This will be an unpopular response to a film that has become a critical darling, but I’m ambivalent about Beasts of the Southern Wild.
Three things about it I really like: (1) the performances are wonderful, (2) the production design is spectacular, (3) other visual elements are often lovely.
Three things about it I don’t like: (1) the narration (which dominates early parts of the film) is far too precocious for this character to be believable, (2) the second half of the film is too choppy, (3) the film really needs a unifying thesis (or something that is arguably a well-reasoned premise).
And, as a parent, I kept thinking, “Get this child out of the bathtub.” Children of six cannot make informed decisions about the types of things we are supposed to believe (believe the filmmakers lead us there) are magical and right for Hushpuppy.
While watching it, I occasionally thought about a film I did love – another film about but not for children – Where The Wild Thing Are.
I just revisited my previous blog post about Spike Jonze’s adaptation of the beloved Maurice Sendak book. This is part of what I wrote:
Up until now, Jonze is probably best-known for two collaborations with screenwriter Charlie Kaufman, the movies Being John Malkovich and Adaptation. I have to say that I think Adaptation is brilliant – and I don’t use that word very often.
I probably wouldn’t use the word brilliant as an overall description for Where The Wild Things Are, but the film does have moments, mostly small moments, of brilliance. The scenes before and after Max’s dream journey are flawless, absolutely flawless. This is a movie about children not so much a movie for children, and the film captures perfectly the exploding emotions the little boy experiences as well as his inability to figure out what to do with those feelings.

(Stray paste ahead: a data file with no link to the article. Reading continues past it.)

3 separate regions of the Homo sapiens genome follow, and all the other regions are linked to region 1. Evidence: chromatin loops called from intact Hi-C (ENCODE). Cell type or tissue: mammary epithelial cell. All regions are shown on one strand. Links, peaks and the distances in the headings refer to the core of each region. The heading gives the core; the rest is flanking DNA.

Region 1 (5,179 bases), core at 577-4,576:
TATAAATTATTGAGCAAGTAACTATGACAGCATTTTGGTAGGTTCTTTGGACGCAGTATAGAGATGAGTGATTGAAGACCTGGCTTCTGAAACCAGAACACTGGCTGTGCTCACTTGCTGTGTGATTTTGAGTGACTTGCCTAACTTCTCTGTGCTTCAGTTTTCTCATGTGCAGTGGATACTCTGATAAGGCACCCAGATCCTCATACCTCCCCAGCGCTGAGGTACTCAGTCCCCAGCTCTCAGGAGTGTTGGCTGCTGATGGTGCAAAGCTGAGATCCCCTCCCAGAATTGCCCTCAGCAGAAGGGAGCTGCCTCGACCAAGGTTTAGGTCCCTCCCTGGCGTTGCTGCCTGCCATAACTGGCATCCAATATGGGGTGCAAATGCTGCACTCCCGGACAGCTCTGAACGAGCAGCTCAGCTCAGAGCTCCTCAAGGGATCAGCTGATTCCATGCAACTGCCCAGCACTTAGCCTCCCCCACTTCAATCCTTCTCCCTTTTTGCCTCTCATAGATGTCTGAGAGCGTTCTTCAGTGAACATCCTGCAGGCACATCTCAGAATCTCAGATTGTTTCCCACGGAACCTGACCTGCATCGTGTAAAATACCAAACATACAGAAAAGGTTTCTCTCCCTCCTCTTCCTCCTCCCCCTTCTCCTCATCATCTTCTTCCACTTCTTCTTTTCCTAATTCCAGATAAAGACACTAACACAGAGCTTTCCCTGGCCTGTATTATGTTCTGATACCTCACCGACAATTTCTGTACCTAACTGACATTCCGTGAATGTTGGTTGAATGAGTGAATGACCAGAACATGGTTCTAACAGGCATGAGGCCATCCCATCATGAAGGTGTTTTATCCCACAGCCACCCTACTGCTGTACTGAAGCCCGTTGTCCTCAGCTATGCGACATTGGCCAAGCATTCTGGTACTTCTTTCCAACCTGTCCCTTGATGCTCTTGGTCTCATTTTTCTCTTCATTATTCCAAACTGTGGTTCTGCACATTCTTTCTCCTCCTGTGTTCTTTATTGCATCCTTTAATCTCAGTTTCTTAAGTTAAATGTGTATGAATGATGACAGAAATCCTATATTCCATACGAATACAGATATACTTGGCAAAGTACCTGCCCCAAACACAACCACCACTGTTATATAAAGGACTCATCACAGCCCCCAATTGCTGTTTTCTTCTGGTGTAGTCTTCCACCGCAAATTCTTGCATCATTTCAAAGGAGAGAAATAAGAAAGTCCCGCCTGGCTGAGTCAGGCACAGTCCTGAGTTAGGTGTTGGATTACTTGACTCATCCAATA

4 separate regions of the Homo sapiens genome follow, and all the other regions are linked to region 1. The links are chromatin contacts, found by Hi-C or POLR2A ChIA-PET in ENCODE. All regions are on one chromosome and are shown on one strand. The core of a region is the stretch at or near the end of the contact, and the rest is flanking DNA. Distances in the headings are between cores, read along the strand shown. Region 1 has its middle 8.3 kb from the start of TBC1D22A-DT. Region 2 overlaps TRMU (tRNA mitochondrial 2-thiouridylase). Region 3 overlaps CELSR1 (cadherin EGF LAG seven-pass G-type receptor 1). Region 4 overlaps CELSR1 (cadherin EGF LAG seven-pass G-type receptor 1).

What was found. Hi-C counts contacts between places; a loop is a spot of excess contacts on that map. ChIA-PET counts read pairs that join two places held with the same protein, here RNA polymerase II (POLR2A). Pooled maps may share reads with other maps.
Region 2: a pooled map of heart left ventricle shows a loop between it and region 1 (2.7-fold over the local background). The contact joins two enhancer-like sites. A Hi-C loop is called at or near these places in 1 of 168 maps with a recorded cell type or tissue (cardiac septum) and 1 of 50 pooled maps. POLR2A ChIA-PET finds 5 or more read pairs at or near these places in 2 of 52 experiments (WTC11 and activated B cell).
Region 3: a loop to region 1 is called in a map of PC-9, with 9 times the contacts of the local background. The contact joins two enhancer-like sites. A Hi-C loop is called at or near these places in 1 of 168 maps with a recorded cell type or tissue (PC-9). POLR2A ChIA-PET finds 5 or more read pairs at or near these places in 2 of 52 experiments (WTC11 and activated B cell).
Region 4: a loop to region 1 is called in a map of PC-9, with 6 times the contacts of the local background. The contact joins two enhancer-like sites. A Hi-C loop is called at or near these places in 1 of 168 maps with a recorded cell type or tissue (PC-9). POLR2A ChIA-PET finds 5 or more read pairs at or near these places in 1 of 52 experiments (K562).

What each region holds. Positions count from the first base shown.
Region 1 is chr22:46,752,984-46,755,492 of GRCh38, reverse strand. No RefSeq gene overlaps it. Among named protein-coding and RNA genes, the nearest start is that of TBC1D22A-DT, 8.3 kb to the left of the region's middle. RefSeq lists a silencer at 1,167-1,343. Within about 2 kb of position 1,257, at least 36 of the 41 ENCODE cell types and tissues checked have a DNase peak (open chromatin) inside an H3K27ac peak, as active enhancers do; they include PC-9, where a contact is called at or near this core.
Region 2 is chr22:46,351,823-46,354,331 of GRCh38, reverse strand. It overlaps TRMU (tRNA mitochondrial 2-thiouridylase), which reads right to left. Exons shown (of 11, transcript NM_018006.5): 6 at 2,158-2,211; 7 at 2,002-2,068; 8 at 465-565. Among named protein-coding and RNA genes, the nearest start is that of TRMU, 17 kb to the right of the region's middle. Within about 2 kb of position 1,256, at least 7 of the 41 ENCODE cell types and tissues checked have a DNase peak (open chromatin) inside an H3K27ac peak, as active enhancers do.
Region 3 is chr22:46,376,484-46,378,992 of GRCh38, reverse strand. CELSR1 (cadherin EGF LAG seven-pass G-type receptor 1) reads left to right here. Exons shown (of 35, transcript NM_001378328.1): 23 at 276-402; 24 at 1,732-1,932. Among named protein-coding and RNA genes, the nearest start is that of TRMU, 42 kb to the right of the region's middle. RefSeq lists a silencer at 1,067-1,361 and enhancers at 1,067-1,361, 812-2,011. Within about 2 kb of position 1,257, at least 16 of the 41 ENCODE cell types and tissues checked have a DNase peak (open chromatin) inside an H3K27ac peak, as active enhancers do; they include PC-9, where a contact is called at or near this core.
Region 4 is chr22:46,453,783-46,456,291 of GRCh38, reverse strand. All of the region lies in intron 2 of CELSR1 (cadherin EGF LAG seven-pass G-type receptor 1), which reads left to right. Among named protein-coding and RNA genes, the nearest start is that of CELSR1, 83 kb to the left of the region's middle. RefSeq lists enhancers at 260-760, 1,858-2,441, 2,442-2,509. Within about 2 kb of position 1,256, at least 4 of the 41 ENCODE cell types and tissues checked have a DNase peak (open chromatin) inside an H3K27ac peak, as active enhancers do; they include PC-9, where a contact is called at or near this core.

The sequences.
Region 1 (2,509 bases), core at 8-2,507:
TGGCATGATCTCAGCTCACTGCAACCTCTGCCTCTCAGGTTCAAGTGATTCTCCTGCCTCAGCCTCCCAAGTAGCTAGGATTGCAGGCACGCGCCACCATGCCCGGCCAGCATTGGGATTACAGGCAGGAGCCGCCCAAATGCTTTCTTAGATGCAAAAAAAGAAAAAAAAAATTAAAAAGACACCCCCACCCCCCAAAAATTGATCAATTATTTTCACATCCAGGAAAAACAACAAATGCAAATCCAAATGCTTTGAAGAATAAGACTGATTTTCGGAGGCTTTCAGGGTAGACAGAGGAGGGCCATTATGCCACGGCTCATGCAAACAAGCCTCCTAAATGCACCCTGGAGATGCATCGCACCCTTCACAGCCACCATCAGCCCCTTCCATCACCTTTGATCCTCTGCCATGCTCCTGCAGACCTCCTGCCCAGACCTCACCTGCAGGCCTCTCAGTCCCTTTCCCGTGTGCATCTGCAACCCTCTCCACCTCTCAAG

It is his interactions among the wild things he encounters during his dream journey that give Max an opportunity to work through some of the things that are bothering him at home and at school. This is an atypical fantasy sequence involving a child. The palette in this dream world is filled with earth tones that give Max’s fantastic journey a curious sort of realism.
Arguably, the small moments of brilliance in Beasts of the Southern Wild – if you find them there – are mostly found in Quvenzhané Wallis who plays six-year-old Hushpuppy, found in her face, in her being, in her bearing, and in her voice.
The film doesn’t have to offer me something presented as the Truth (after all, I’m a relativist trading nuanced arguments and in dynamic truths), but it should give me something I can argue is a truth. Make sense?
Happy to discuss further if anyone wants to engage me. I liked it…but didn’t love it.